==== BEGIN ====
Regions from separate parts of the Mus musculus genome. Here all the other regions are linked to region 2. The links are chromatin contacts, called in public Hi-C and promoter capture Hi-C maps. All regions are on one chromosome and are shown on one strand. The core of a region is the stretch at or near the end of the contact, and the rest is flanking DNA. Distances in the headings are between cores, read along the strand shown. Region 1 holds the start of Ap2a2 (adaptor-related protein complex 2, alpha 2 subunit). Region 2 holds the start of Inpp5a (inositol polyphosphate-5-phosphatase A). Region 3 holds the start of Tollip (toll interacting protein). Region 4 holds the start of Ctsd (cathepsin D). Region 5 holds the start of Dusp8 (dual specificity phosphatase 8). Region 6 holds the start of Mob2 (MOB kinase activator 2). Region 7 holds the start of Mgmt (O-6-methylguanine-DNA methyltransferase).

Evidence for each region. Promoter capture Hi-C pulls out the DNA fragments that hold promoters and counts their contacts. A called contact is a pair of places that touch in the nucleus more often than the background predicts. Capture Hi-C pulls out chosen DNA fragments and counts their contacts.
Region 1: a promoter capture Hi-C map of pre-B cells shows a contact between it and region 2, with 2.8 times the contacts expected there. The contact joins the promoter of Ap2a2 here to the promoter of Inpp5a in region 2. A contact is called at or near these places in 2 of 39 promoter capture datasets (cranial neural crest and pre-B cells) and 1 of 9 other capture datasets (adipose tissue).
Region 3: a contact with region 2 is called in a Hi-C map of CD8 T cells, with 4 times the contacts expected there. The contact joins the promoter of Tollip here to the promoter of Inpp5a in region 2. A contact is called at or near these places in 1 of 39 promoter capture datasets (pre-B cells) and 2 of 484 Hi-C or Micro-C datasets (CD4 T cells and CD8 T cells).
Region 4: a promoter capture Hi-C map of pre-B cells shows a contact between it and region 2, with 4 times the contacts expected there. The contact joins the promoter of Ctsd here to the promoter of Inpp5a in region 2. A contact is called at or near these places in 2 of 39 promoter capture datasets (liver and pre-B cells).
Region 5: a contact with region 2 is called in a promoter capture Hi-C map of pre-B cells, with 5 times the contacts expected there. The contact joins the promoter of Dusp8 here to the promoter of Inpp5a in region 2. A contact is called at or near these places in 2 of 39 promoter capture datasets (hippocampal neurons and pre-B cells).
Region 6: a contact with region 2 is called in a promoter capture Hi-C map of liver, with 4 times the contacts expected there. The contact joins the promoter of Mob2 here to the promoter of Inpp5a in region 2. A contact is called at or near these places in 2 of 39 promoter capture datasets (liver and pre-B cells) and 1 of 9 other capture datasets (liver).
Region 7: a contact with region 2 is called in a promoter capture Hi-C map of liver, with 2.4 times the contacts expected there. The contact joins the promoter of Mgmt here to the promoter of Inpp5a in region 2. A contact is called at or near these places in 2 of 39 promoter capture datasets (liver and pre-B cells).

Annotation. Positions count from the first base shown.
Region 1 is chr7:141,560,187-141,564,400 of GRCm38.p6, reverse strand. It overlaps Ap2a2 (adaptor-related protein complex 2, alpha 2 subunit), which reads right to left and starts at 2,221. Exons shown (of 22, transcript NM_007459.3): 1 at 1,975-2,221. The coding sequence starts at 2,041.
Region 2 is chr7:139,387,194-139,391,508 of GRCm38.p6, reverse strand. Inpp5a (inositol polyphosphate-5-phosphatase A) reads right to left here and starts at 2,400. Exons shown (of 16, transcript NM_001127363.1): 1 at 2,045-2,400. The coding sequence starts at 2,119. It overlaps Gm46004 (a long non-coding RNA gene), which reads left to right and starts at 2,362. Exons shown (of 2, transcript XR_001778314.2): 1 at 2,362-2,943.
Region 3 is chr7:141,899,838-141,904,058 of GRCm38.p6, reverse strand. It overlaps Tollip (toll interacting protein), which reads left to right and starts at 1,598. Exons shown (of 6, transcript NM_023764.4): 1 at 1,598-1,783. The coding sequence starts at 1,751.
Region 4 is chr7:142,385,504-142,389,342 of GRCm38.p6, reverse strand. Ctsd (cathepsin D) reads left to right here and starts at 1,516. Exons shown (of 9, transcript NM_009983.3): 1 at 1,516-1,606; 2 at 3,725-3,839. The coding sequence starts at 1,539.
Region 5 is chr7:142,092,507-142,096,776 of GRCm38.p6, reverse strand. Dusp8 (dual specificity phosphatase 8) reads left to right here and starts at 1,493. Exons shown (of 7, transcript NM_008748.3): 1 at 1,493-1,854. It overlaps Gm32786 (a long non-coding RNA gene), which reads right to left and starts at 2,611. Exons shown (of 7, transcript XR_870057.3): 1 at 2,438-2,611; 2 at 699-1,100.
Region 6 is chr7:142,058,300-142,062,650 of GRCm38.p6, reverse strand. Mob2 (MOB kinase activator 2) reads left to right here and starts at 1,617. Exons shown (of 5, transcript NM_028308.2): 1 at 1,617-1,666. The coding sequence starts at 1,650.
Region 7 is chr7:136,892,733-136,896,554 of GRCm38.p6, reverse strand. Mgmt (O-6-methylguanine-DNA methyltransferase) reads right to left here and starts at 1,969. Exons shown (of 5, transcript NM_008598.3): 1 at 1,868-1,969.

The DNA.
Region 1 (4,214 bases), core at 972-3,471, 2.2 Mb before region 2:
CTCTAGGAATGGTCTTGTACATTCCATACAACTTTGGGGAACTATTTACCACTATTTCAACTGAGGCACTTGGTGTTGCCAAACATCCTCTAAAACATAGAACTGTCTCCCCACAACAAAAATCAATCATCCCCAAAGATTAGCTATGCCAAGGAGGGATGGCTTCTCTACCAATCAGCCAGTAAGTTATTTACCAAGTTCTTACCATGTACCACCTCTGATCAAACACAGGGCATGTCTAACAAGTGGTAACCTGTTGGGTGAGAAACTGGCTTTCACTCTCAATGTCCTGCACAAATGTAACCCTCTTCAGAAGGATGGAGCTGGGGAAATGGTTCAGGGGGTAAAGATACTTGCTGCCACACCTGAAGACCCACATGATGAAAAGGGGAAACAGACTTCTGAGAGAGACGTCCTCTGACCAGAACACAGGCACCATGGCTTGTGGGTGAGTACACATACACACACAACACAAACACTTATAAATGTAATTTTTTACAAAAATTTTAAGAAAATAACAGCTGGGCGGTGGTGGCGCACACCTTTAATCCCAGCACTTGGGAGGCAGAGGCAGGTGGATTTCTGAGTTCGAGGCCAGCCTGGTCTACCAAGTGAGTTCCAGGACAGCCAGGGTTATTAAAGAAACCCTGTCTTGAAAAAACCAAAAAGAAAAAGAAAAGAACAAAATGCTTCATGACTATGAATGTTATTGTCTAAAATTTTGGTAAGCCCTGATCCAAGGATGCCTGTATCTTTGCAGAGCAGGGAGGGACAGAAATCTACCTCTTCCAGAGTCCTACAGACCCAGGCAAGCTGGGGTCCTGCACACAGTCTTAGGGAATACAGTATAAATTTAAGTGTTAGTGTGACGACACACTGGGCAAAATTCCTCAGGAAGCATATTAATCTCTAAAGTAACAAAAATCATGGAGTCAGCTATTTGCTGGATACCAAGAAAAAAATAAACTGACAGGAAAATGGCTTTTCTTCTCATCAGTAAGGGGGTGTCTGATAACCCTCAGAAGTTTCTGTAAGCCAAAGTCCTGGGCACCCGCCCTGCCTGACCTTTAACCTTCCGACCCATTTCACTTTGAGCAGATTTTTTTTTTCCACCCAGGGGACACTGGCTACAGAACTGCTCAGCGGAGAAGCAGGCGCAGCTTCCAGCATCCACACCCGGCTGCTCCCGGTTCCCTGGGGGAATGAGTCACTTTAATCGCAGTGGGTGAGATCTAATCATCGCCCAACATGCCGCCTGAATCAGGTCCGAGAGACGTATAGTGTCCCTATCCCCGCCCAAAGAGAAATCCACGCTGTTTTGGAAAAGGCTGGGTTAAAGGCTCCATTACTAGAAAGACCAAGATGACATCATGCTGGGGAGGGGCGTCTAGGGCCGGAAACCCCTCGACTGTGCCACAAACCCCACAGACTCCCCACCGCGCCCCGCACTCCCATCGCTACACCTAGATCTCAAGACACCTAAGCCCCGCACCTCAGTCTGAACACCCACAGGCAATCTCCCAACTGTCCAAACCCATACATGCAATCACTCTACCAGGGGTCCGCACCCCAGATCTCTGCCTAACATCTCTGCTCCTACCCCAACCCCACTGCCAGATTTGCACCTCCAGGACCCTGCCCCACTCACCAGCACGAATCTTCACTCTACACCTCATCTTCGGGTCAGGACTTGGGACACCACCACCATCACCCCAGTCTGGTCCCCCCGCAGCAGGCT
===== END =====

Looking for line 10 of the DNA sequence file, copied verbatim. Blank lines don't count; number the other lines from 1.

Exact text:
Region 1 is chr7:141,560,187-141,564,400 of GRCm38.p6, reverse strand. It overlaps Ap2a2 (adaptor-related protein complex 2, alpha 2 subunit), which reads right to left and starts at 2,221. Exons shown (of 22, transcript NM_007459.3): 1 at 1,975-2,221. The coding sequence starts at 2,041.